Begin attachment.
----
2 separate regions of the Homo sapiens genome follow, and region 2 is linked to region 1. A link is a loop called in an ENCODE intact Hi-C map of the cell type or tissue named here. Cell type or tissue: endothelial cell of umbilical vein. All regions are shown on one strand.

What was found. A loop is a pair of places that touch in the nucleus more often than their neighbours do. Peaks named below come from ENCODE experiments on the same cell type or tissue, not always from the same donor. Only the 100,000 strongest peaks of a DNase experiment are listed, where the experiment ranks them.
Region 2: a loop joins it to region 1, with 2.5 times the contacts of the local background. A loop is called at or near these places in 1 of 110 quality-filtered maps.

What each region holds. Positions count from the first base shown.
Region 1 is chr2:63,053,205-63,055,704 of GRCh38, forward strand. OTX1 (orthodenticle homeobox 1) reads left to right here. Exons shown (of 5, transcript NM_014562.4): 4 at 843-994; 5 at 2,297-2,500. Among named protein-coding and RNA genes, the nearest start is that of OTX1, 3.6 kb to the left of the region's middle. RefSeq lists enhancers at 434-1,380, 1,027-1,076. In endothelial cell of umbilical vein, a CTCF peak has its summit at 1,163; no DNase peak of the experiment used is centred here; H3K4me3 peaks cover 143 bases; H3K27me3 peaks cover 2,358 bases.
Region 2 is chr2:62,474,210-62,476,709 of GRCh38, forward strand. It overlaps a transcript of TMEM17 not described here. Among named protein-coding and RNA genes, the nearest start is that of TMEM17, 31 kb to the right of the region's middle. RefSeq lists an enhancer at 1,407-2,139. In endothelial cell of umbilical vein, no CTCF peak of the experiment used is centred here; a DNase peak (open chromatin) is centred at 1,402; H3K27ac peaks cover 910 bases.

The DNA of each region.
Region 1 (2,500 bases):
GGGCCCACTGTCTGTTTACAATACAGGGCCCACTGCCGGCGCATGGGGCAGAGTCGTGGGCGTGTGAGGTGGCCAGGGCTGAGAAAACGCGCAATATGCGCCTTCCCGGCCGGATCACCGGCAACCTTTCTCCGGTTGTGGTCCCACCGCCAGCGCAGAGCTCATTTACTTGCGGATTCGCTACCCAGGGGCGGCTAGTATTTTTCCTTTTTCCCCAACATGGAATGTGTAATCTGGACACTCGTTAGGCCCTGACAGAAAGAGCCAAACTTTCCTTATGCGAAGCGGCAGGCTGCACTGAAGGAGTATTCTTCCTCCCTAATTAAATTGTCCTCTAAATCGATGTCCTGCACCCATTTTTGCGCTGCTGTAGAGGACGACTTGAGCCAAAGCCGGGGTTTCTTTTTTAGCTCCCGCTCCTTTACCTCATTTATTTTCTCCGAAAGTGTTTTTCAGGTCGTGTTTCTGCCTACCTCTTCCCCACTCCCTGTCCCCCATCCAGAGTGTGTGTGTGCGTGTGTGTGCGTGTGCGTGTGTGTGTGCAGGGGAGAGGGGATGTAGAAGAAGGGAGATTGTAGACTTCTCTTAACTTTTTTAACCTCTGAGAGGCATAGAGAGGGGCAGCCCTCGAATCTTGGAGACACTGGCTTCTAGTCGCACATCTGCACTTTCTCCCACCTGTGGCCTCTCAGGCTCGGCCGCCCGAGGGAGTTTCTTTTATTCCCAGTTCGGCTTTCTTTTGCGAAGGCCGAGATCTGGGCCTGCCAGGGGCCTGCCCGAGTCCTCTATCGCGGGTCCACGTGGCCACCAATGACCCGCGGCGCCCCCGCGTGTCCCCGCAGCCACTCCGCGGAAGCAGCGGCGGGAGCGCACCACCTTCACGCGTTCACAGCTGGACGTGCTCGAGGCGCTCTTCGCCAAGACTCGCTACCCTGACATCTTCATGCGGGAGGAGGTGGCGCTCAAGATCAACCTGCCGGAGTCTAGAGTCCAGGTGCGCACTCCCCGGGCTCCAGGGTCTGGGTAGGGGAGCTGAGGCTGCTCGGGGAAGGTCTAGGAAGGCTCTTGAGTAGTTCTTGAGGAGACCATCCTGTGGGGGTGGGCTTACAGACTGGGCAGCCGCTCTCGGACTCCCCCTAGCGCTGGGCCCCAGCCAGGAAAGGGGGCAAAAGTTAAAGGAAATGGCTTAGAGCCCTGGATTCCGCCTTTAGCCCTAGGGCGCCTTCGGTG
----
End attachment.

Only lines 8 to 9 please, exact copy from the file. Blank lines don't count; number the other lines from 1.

Region 1 (2,500 bases):
GGGCCCACTGTCTGTTTACAATACAGGGCCCACTGCCGGCGCATGGGGCAGAGTCGTGGGCGTGTGAGGTGGCCAGGGCTGAGAAAACGCGCAATATGCGCCTTCCCGGCCGGATCACCGGCAACCTTTCTCCGGTTGTGGTCCCACCGCCAGCGCAGAGCTCATTTACTTGCGGATTCGCTACCCAGGGGCGGCTAGTATTTTTCCTTTTTCCCCAACATGGAATGTGTAATCTGGACACTCGTTAGGCCCTGACAGAAAGAGCCAAACTTTCCTTATGCGAAGCGGCAGGCTGCACTGAAGGAGTATTCTTCCTCCCTAATTAAATTGTCCTCTAAATCGATGTCCTGCACCCATTTTTGCGCTGCTGTAGAGGACGACTTGAGCCAAAGCCGGGGTTTCTTTTTTAGCTCCCGCTCCTTTACCTCATTTATTTTCTCCGAAAGTGTTTTTCAGGTCGTGTTTCTGCCTACCTCTTCCCCACTCCCTGTCCCCCATCCAGAGTGTGTGTGTGCGTGTGTGTGCGTGTGCGTGTGTGTGTGCAGGGGAGAGGGGATGTAGAAGAAGGGAGATTGTAGACTTCTCTTAACTTTTTTAACCTCTGAGAGGCATAGAGAGGGGCAGCCCTCGAATCTTGGAGACACTGGCTTCTAGTCGCACATCTGCACTTTCTCCCACCTGTGGCCTCTCAGGCTCGGCCGCCCGAGGGAGTTTCTTTTATTCCCAGTTCGGCTTTCTTTTGCGAAGGCCGAGATCTGGGCCTGCCAGGGGCCTGCCCGAGTCCTCTATCGCGGGTCCACGTGGCCACCAATGACCCGCGGCGCCCCCGCGTGTCCCCGCAGCCACTCCGCGGAAGCAGCGGCGGGAGCGCACCACCTTCACGCGTTCACAGCTGGACGTGCTCGAGGCGCTCTTCGCCAAGACTCGCTACCCTGACATCTTCATGCGGGAGGAGGTGGCGCTCAAGATCAACCTGCCGGAGTCTAGAGTCCAGGTGCGCACTCCCCGGGCTCCAGGGTCTGGGTAGGGGAGCTGAGGCTGCTCGGGGAAGGTCTAGGAAGGCTCTTGAGTAGTTCTTGAGGAGACCATCCTGTGGGGGTGGGCTTACAGACTGGGCAGCCGCTCTCGGACTCCCCCTAGCGCTGGGCCCCAGCCAGGAAAGGGGGCAAAAGTTAAAGGAAATGGCTTAGAGCCCTGGATTCCGCCTTTAGCCCTAGGGCGCCTTCGGTG